A tension pneumoperitoneum is a special and rare type of pneumoperitoneum, in which the free intra-abdominal peritoneal gas is under pressure. The mechanism is thought to be a ball-valve effect allowing the one-way accumulation of gas. This results in:
- elevation and splinting of the diaphragm reducing lung volumes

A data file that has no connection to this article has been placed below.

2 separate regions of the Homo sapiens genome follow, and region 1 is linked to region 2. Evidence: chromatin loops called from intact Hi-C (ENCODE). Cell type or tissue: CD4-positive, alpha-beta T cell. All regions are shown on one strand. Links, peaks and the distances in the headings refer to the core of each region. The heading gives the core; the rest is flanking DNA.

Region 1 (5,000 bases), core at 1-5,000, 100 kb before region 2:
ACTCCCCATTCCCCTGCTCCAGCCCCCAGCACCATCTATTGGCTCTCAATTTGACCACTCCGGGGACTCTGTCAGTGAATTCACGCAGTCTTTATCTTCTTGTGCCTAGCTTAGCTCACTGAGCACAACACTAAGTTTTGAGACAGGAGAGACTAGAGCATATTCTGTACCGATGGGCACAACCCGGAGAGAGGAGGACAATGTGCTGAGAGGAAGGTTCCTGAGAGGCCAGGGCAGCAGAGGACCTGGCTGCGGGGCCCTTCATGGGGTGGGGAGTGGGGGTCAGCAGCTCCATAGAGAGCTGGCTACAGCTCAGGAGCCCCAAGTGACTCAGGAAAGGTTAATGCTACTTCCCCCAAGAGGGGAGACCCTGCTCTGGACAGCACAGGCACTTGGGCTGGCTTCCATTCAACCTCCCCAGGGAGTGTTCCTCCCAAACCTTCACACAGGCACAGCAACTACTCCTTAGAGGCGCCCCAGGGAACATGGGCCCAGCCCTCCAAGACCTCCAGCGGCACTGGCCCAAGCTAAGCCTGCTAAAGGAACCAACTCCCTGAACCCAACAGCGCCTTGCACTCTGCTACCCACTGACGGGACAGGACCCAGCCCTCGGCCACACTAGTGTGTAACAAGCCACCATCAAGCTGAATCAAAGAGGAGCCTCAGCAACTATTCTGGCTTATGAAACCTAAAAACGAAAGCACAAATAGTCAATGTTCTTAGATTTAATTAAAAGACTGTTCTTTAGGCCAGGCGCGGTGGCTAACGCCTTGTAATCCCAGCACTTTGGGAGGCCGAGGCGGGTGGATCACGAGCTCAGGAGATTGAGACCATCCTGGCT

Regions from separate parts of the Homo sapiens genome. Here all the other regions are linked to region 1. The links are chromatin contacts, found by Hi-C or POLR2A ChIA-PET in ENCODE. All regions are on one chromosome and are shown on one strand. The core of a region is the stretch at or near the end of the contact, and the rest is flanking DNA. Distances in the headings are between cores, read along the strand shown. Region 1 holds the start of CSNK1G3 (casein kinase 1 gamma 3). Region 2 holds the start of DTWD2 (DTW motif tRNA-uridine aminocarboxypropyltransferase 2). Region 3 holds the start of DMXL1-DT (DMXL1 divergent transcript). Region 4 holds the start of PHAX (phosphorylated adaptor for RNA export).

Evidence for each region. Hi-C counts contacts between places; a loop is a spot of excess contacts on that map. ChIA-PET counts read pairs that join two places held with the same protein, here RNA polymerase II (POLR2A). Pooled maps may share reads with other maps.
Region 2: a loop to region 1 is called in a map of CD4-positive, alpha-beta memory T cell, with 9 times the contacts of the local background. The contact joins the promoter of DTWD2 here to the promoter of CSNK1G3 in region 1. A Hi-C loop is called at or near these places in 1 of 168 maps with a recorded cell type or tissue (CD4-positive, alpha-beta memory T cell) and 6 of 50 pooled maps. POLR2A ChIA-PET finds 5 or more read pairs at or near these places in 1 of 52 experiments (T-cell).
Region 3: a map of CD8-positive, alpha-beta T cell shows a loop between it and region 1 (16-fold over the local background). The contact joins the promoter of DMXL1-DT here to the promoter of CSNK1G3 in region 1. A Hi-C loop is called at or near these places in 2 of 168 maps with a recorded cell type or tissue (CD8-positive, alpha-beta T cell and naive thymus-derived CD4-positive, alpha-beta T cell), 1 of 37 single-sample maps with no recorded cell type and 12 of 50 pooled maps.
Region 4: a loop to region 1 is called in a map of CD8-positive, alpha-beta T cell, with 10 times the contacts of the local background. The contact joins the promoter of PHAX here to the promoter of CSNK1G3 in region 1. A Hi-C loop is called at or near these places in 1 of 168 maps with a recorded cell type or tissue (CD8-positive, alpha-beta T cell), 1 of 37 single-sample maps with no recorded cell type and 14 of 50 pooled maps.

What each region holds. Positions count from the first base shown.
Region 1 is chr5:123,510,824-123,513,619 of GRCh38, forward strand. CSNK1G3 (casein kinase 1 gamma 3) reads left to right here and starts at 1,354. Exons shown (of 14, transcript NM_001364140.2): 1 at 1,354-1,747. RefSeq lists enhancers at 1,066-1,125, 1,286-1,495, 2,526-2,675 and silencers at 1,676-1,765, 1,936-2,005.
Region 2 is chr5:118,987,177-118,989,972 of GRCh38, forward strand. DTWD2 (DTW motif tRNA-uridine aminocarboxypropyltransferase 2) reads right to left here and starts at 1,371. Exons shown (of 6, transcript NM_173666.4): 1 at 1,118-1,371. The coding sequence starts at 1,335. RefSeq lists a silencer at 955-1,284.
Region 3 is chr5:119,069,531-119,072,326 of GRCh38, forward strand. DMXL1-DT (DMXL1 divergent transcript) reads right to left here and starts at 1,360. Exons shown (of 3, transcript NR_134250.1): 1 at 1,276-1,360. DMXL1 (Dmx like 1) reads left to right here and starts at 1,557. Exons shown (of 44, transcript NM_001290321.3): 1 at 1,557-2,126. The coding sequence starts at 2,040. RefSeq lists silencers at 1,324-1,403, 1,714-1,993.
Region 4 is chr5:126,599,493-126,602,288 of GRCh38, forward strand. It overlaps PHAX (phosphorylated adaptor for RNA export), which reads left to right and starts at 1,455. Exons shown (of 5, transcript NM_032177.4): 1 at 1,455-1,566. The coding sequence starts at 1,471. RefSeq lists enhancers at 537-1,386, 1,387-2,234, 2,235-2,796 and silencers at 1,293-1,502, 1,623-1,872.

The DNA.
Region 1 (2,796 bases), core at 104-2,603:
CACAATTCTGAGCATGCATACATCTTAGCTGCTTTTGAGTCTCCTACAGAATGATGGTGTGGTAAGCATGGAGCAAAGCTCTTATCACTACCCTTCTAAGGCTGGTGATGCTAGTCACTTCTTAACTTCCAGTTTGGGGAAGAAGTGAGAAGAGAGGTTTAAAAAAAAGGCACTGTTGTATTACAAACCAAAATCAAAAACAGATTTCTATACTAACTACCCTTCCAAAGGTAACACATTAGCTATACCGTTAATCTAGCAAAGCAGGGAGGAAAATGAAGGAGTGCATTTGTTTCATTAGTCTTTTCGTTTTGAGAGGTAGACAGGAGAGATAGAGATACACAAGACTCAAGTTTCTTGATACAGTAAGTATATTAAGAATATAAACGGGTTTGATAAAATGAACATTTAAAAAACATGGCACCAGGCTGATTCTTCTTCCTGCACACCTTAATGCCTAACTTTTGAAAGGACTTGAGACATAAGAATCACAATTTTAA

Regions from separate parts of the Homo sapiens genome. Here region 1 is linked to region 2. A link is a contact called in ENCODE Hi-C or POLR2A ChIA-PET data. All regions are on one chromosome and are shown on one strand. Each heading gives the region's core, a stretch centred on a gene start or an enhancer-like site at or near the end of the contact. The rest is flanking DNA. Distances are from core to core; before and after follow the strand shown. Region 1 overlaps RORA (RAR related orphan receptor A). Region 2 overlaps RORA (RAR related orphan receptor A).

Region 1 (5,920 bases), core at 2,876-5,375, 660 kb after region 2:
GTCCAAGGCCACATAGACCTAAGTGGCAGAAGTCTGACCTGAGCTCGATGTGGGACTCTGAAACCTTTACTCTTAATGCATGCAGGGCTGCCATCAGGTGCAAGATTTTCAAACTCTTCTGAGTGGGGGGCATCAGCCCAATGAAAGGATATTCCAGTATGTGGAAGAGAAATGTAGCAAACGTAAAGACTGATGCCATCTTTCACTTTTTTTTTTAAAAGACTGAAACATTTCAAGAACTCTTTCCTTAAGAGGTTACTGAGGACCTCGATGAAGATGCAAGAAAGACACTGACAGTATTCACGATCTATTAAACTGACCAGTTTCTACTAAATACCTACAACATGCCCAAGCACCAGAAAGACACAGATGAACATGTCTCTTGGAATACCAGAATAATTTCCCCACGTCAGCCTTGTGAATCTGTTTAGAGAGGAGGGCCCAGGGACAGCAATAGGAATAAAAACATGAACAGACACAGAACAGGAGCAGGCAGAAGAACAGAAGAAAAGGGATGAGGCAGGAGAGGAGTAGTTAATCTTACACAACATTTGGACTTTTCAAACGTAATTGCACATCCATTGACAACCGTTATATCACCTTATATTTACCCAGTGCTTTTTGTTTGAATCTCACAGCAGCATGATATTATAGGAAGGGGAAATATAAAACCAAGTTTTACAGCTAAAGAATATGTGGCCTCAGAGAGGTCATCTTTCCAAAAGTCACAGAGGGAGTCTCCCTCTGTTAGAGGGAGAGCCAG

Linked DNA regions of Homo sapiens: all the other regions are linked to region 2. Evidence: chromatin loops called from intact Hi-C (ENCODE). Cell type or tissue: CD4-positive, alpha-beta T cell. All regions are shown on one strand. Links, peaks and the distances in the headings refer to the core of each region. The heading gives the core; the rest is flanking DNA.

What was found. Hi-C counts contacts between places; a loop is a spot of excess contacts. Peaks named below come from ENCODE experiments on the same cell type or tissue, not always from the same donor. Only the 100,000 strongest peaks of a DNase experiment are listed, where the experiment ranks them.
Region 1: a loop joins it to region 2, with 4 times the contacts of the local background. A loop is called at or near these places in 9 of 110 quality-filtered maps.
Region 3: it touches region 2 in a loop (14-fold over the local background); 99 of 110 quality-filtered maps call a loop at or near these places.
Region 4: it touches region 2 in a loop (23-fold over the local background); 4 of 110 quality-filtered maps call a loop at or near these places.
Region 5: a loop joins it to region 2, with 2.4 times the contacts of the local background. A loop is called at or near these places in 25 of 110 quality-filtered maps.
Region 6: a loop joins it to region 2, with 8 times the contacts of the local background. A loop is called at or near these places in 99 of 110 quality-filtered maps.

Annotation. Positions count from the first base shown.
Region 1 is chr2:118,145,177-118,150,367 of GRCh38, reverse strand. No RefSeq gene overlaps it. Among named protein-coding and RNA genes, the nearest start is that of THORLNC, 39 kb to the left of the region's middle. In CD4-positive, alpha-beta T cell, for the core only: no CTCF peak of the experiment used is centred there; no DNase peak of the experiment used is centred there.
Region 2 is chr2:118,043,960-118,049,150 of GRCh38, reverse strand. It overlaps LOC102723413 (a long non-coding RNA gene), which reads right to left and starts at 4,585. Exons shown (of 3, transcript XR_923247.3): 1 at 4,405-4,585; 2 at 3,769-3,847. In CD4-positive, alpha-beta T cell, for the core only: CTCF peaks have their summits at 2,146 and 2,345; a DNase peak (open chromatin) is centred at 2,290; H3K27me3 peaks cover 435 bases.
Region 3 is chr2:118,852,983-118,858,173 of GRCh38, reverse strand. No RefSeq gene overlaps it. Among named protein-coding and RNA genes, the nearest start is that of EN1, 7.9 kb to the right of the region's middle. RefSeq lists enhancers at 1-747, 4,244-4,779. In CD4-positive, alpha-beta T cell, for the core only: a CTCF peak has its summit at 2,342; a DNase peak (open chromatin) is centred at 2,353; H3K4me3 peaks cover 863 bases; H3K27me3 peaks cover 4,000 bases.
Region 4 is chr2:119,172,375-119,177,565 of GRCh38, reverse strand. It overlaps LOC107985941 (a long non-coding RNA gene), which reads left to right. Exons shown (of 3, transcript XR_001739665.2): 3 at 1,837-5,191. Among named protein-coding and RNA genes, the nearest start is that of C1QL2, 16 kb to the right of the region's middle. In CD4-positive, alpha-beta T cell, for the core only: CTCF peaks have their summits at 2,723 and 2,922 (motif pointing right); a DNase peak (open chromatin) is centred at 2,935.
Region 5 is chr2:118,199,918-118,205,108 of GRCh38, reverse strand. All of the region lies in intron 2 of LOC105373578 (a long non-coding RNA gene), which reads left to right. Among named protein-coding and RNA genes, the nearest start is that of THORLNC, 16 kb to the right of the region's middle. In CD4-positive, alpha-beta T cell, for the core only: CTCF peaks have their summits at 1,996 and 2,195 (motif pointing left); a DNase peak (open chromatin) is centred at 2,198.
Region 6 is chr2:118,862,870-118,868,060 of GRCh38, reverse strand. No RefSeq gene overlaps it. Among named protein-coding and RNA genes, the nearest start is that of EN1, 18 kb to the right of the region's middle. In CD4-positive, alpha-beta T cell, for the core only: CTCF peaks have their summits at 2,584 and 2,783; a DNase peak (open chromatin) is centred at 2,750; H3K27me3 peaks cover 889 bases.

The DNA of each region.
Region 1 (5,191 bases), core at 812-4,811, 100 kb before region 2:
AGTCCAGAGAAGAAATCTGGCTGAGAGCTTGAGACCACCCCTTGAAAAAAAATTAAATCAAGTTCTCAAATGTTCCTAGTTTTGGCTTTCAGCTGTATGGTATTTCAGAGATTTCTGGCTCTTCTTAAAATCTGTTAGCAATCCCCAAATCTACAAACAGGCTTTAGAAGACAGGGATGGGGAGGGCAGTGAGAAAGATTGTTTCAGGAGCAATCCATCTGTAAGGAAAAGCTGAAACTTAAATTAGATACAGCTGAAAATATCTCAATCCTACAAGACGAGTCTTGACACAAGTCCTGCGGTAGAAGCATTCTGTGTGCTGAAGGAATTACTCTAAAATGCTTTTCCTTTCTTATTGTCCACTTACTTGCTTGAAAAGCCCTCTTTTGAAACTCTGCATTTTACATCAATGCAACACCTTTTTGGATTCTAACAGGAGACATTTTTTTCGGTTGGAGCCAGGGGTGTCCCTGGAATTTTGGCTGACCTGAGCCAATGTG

- compression of IVC and other veins resulting in reduced venous return and decreased cardiac output
Just as in pneumothorax prompt intervention is required to prevent death.
Causes are essentially the same as those of a 'normal' pneumoperitoneum with iatrogenic causes e.g. mechanical ventilation, being over-represented.
The radiographic features are the same as a routine pneumoperitoneum except that gas volumes are vast and abdominal distension is present.
- 1.S Y Chan, C M Kirsch, W A Jensen, and J Sherck "Tension pneumoperitoneum." West J Med. 1996 Jul–Aug; 165(1-2): 61–64